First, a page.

11. vomiting blood or material that looks love coffee grounds
  • Some foods and beverages can interact with COUMADIN and affect your treatment and dose.
    1. Eat a normal balanced diet and talk to your healthcare provider before making any diet changes.

      Do not eat large amounts of leafy green vegetables, which contain vitamin K. Certain vegetable oils also contain large amounts of vitamin K. Too much vitamin K can lower the effect of COUMADIN.

    Do not take COUMADIN if:

    1. you are pregnant unless you own a mechanical heart valve. COUMADIN may cause birth defects, miscarriage, or death of your unborn baby.
    2. your risk of having bleeding problems is higher than the possible benefit of treatment. Your healthcare provider will decide if COUMADIN is correct for you.
    3. you are allergic to warfarin or any of the other ingredients in COUMADIN.

    Before taking COUMADIN, tell your healthcare provider about every of your medical conditions, including if you:

  • have bleeding problems, drop often, own liver or kidney problems or are undergoing dialysis, own high blood pressure, own a heart problem called congestive heart failure, own diabetes.
  • are planning to own any surgery or dental procedure; your COUMADIN may need to be stopped for a short time, or your dose adjusted.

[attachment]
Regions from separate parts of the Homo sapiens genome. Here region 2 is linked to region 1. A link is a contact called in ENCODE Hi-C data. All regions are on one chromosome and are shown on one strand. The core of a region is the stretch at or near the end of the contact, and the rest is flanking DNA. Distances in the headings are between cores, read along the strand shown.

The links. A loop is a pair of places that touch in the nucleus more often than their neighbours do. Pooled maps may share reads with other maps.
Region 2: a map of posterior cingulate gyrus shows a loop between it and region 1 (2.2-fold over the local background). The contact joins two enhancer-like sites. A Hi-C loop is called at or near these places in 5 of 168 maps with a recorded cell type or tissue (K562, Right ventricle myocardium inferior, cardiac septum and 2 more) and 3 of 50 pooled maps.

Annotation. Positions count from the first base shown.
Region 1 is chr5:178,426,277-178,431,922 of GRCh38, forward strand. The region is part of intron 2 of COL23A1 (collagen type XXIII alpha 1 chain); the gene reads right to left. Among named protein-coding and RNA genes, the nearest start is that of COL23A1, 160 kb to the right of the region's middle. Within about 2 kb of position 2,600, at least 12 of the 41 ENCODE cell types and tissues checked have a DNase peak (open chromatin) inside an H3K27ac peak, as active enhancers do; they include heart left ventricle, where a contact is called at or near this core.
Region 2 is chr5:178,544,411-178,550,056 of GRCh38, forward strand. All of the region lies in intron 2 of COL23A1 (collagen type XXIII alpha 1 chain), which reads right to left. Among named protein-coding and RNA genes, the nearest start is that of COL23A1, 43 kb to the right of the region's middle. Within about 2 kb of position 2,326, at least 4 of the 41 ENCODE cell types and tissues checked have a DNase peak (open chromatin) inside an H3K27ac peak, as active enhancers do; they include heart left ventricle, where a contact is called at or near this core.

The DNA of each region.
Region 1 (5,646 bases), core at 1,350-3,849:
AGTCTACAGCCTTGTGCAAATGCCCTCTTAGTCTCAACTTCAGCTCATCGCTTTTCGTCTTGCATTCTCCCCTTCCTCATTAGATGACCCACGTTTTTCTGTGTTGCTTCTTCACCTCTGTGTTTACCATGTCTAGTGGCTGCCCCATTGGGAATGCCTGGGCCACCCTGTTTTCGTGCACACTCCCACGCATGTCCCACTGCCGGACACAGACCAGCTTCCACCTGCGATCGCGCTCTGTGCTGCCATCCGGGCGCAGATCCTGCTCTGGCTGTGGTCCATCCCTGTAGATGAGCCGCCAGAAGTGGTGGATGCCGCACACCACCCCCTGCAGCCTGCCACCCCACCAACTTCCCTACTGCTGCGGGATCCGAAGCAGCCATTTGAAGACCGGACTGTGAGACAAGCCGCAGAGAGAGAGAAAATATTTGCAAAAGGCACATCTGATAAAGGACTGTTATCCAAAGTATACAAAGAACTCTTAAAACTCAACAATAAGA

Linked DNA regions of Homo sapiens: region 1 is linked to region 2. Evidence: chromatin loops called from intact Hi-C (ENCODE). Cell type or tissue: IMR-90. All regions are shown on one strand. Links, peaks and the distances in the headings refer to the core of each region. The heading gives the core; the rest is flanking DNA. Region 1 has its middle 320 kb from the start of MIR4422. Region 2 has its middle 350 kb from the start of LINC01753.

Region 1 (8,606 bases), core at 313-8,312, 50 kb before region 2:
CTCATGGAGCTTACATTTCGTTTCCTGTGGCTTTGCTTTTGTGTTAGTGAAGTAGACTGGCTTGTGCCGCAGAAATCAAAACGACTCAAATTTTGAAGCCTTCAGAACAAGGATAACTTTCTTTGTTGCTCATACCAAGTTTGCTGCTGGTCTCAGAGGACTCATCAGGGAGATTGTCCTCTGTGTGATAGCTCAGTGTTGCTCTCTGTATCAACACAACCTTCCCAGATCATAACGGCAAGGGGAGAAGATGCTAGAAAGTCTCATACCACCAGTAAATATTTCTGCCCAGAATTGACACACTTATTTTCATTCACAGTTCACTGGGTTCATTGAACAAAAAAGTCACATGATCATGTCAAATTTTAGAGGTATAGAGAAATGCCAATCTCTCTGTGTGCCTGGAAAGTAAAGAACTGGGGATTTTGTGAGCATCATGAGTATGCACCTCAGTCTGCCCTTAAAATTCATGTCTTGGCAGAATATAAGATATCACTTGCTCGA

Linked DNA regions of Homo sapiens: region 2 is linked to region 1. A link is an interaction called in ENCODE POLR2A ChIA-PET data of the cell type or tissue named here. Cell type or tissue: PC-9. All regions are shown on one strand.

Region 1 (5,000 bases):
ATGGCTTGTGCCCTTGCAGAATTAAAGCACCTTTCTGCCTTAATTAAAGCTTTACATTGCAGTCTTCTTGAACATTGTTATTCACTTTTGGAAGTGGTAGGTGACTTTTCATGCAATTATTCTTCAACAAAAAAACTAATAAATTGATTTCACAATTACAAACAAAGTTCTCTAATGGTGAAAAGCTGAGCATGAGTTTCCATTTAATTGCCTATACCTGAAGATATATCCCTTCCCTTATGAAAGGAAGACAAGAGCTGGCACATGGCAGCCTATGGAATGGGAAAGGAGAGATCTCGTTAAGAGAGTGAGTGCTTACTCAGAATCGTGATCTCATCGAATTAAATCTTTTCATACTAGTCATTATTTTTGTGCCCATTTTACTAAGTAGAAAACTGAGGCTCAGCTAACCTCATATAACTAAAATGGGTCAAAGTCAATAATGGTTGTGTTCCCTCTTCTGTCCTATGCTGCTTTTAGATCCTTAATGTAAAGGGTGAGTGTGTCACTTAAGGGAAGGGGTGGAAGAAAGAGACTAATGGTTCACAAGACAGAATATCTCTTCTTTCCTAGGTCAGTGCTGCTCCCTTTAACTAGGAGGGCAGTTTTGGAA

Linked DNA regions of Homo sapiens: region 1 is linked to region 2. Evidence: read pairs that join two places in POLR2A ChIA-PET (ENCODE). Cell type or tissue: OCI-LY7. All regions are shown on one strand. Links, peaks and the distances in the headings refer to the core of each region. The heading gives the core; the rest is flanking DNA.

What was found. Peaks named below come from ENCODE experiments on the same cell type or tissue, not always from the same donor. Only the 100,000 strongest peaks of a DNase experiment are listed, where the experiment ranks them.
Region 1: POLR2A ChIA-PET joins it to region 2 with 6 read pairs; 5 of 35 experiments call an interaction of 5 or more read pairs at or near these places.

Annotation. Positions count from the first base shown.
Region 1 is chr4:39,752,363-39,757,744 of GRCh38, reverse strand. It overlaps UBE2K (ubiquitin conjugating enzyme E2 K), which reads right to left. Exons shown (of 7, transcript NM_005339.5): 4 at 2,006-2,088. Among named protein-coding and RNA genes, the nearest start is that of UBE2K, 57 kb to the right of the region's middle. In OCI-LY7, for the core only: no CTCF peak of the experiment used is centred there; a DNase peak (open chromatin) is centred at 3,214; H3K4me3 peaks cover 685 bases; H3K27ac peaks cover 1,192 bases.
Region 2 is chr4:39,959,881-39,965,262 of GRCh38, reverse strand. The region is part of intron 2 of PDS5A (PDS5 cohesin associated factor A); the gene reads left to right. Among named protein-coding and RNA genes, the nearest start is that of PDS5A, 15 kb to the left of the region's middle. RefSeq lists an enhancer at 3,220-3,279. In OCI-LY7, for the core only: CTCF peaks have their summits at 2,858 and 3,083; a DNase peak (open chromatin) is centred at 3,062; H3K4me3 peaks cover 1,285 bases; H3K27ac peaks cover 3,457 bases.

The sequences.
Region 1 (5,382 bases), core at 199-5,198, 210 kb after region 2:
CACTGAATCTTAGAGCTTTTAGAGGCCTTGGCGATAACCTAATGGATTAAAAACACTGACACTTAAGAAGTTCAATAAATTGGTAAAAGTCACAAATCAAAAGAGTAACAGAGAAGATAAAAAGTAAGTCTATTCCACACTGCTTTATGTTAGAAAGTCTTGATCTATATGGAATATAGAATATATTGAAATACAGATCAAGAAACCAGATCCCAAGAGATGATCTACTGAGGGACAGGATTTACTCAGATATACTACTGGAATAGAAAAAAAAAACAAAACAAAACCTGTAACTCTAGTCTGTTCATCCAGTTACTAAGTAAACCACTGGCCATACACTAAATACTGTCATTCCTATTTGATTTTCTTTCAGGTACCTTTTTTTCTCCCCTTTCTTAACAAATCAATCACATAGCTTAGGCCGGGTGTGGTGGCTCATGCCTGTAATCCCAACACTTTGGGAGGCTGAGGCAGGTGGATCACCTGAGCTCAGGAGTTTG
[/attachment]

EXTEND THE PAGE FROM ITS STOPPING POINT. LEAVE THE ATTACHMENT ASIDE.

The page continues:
• are pregnant or plan to become pregnant or are considering breastfeeding while taking COUMADIN.

    1. Females who can become pregnant should use effective birth control during treatment, and for ≥ 1 months after the final dose of COUMADIN

    Tell your healthcare providers that you take COUMADIN, and about every the medicines you take, including prescription and over-the-counter medicines, vitamins, and herbal supplements. Some medicines may affect how COUMADIN works, or may increase your risk of bleeding.

    COUMADIN may cause serious side effects including:

    1. Kidney problems. Kidney injury may happen in people who take COUMADIN.

      Tell your healthcare provider correct away if there is blood in your urine. Your healthcare provider may do tests more often during treatment with COUMADIN to check for bleeding if you already own kidney problems.

    2. Death of skin tissue (skin necrosis or gangrene). This can happen soon after starting COUMADIN, and happens because blood clots form and block blood flow to an area of your body. Call your healthcare provider correct away if you own pain, color, or temperature changes to any area of your body. You may need medical care correct away to prevent death or loss (amputation) of your affected body part.